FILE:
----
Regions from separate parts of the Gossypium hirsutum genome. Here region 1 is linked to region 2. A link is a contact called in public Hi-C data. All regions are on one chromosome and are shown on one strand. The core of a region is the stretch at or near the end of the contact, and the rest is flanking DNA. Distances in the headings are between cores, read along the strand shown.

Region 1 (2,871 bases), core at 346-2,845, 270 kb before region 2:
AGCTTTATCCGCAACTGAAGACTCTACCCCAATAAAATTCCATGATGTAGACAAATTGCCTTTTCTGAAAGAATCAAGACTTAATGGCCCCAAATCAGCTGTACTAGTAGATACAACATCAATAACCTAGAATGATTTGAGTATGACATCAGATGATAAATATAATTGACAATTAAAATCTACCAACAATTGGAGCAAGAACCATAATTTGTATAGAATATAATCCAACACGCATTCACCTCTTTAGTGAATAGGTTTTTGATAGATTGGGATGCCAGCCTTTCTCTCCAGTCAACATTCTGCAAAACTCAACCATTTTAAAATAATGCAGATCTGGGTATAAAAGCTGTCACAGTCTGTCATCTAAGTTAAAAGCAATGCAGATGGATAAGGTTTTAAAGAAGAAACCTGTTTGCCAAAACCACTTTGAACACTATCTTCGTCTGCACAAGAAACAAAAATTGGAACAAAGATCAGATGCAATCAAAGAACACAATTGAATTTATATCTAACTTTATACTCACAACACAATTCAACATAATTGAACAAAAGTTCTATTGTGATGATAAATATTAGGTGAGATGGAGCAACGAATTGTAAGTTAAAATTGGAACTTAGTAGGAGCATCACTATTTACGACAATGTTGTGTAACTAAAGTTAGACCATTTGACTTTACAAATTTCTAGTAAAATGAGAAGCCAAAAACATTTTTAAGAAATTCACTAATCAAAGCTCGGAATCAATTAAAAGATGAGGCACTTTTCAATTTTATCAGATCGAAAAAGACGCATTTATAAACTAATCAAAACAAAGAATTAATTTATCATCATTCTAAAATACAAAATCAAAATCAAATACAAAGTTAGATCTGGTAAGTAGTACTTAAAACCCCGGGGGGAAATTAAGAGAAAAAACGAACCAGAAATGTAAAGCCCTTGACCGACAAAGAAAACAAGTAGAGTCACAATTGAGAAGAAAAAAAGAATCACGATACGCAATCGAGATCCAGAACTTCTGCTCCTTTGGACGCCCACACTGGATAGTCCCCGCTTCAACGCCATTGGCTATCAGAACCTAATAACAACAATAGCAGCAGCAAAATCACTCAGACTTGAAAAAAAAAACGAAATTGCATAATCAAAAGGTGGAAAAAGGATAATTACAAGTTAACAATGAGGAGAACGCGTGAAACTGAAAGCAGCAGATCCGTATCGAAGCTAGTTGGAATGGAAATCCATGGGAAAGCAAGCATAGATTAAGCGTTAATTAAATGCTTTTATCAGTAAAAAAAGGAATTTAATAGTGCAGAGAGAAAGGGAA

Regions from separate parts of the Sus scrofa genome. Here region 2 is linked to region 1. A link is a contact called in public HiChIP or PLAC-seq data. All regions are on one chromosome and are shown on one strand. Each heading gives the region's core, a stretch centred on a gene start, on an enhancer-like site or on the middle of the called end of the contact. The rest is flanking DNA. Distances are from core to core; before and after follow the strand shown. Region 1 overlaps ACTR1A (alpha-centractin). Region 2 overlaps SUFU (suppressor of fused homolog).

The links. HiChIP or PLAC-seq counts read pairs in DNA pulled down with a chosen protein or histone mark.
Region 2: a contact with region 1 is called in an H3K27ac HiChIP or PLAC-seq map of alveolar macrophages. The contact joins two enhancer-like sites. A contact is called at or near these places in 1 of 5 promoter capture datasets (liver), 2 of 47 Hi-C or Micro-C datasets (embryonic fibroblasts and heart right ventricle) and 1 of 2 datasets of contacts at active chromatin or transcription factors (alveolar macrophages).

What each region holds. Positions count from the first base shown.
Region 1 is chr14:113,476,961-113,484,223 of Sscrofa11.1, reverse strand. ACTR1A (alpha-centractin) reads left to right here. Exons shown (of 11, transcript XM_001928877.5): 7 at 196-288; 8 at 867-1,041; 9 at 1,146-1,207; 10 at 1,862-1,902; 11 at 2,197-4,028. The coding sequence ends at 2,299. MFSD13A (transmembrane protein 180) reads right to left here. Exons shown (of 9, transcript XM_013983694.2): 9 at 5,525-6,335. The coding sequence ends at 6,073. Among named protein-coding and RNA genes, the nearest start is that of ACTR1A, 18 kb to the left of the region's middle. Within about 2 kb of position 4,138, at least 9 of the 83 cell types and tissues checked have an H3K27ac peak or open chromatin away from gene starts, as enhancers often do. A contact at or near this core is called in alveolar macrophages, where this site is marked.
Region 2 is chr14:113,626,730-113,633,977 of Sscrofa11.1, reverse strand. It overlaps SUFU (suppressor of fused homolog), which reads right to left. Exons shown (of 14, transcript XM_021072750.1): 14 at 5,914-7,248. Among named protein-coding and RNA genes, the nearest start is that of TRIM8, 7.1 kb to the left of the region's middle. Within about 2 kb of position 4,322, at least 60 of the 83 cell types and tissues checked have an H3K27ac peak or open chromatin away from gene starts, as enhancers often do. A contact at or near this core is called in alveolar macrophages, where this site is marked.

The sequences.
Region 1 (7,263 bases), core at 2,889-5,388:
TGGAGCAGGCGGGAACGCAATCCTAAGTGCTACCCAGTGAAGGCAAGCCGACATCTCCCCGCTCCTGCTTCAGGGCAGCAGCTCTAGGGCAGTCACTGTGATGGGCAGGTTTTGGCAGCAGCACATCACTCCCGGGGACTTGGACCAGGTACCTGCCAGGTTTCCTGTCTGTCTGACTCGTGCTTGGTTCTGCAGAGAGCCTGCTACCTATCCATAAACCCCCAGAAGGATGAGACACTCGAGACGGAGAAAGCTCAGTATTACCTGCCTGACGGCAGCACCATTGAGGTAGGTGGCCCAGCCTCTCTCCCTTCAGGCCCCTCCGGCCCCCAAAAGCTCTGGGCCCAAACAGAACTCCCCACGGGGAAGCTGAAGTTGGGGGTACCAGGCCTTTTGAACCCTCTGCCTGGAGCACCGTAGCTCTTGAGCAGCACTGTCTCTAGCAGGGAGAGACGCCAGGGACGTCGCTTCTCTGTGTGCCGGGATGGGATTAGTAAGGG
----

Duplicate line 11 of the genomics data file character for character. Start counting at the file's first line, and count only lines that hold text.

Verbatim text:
Region 1 (7,263 bases), core at 2,889-5,388: